This sort of legislation (including HIPPA and GLBA in USA) have revalidated the need to protect information. Previously, there were few laws that supported security and those which did exist were arcane and seldom used. In Great Britain, the Official Secrets Act – aimed specifically at spies from Imperial Germany on the eve of the First World War – was for years the only legal redress for any loss or theft of government information. Security was not really based on anything beyond a natural expectation that government would hold its assets in good faith. Clearly this model is unsustainable given the fluidity of data and a much less deferential – and more litigious – public. Again the ISO 27001 Standard underpins this by ensuring that security management is shaped around compliance with legal requirements .

Use Those Free Resources

In security terms, the advantage of starting off with a blank canvas is that your organization can concentrate pretty much exclusively on ensuring its security management is based around legal requirements, not just a vague desire for good governance. Why is this advantage? Quite simply, government has a big stake in ensuring its laws work, so they put effort into creating resources to ensure this can happen. These are usually open source. There is plenty of information available to organizations that want to comply with the law, including boilerplate guidelines and other resources. Also, there are plenty of established organizations that are trying to achieve the same thing, and with whom establishing a good information exchange is a good first move towards any new security system. It provides reassurance that others have been there before you and is often a generous – and free – source of practical solutions to your InfoSec problems.

Overcaution – A Cautionary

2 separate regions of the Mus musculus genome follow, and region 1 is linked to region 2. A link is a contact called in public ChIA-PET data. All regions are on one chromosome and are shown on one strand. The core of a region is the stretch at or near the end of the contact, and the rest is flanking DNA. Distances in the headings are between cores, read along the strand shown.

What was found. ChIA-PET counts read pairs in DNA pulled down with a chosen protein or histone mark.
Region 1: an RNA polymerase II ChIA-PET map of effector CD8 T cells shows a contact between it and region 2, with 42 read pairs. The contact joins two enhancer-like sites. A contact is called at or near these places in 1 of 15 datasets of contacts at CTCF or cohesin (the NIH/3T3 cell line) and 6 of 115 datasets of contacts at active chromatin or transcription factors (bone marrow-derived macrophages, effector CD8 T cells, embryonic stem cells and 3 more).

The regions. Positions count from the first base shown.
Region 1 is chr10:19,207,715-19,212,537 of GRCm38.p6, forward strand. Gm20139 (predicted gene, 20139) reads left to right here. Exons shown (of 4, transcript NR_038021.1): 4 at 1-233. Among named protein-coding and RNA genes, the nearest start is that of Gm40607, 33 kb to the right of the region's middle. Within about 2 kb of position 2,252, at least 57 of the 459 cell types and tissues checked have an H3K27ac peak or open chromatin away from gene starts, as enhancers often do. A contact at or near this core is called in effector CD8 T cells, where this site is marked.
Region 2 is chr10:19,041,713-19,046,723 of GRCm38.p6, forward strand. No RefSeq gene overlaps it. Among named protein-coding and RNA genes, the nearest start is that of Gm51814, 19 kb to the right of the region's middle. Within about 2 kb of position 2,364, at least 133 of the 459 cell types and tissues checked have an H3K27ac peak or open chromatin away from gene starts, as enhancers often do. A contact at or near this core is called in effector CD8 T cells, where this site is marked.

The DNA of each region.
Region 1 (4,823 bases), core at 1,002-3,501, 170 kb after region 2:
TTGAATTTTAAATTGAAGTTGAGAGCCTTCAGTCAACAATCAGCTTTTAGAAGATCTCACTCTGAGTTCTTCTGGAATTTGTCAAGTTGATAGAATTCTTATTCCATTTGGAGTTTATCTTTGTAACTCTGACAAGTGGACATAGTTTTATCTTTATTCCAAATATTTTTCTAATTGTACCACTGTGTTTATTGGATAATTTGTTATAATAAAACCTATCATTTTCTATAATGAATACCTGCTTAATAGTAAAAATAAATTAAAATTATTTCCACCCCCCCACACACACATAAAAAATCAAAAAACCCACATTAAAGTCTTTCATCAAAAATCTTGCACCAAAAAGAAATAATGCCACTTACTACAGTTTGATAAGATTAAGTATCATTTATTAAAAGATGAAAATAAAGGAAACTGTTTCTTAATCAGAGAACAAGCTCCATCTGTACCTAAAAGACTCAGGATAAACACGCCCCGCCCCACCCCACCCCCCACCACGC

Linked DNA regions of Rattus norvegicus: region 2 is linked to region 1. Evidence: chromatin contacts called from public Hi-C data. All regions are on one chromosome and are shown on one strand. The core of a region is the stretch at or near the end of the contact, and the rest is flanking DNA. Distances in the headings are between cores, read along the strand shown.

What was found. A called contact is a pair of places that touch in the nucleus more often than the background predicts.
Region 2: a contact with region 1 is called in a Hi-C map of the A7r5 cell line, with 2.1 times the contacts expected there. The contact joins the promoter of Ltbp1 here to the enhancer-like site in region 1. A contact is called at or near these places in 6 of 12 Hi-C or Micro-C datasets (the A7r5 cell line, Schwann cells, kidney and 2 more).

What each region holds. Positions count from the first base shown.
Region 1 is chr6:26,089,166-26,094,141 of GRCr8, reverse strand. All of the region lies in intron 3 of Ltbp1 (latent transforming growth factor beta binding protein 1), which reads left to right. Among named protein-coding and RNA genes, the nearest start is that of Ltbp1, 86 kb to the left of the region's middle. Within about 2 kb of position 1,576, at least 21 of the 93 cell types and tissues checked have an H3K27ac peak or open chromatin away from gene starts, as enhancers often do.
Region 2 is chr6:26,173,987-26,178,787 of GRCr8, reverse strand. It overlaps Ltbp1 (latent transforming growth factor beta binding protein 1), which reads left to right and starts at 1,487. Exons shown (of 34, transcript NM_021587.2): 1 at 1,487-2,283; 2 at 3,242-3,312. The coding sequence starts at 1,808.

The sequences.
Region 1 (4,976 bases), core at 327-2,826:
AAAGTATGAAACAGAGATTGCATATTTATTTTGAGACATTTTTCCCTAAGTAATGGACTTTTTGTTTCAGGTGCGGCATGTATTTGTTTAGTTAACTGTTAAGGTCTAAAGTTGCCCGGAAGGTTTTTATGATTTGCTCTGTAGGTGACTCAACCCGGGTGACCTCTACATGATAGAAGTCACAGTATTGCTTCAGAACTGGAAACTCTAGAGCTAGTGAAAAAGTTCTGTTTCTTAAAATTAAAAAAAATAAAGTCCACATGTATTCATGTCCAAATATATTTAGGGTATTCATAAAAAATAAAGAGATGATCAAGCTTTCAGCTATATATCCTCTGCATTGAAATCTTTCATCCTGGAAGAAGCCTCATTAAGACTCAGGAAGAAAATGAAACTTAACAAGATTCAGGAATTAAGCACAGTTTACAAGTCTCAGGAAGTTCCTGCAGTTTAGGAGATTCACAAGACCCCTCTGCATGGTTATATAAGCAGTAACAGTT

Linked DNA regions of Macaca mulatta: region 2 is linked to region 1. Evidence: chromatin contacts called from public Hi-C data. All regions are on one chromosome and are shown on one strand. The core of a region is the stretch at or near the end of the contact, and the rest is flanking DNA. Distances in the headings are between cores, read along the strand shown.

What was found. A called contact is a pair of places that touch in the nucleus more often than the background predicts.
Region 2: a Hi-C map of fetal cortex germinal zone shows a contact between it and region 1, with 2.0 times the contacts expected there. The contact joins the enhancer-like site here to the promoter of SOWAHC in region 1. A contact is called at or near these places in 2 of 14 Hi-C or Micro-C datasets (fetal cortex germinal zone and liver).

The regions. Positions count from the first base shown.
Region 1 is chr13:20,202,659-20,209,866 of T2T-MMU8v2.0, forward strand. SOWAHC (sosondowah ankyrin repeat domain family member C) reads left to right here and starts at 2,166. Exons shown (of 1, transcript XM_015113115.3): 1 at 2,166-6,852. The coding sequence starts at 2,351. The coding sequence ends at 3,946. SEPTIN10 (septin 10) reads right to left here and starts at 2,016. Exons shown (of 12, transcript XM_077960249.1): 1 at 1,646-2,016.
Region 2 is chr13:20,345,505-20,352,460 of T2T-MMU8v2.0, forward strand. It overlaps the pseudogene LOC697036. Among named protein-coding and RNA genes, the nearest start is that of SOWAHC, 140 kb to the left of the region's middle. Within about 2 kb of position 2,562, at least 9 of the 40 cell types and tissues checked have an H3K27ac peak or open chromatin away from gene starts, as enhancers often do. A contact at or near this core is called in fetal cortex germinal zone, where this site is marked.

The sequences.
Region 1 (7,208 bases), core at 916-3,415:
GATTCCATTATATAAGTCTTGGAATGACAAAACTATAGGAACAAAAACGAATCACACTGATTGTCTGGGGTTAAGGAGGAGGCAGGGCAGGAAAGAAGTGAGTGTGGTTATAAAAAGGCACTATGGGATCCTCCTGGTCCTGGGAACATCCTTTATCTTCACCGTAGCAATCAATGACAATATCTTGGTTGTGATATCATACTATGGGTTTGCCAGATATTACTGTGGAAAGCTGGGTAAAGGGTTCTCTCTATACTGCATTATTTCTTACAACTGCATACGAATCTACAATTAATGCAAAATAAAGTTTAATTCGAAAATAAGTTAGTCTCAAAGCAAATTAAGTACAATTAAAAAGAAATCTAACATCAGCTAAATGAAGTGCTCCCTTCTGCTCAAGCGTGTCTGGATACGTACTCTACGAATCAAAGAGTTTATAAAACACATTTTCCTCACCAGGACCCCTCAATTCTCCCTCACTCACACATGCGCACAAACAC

This sort of crowdsourcing is good: but security deals with imponderables and what ifs, and the areas of decision making about threats in particular need a skeptical and hard-nosed approach. Government security officers are only now coming to terms with the expense around some of their solutions to threats. It was not always so, and I have spent many hours listening (and sometimes contributing) to a long list of risks – a register of risks is necessary upon which to start working out how your organization is ready to respond to them. But there is also a risk of too many expert voices needing to be heard and seeking to influence security outcomes. And creating a ‘fear register’ rather than a ‘risk register’. As I have said in this space, governments are averse to risk for a variety of reasons and there is a tendency for their approaches to risk management being flavored by threats to the relatively small amount of its most sensitive assets, not the much larger volumes of more common ones. The result is that security can get bogged down as in-house (and sometimes contractor) security risk evaluators shoot too high and possibly end up putting unnecessary shackles upon the less sensitive data which makes up the majority of its assets. As an example of this, I remember some years ago that the emerging vulnerabilities of active content and mobile code caused one security officer to stamp on the brakes of the organization’s effort to roll-out workstation access to the Internet. The technology had not really been around for long enough for the risks to be evaluated, but the knee-jerk caution from security caused an equal and opposite reaction from those tasked with developing a solution. The result was a rather uncomfortable stand-off, during which the security office was held up as the reason for project delays, rather than part of the solution to them. This perception took years to clean out, and security became known as a log-jammer. This created a new risk: that project managers in a hurry might be tempted to steer around security altogether.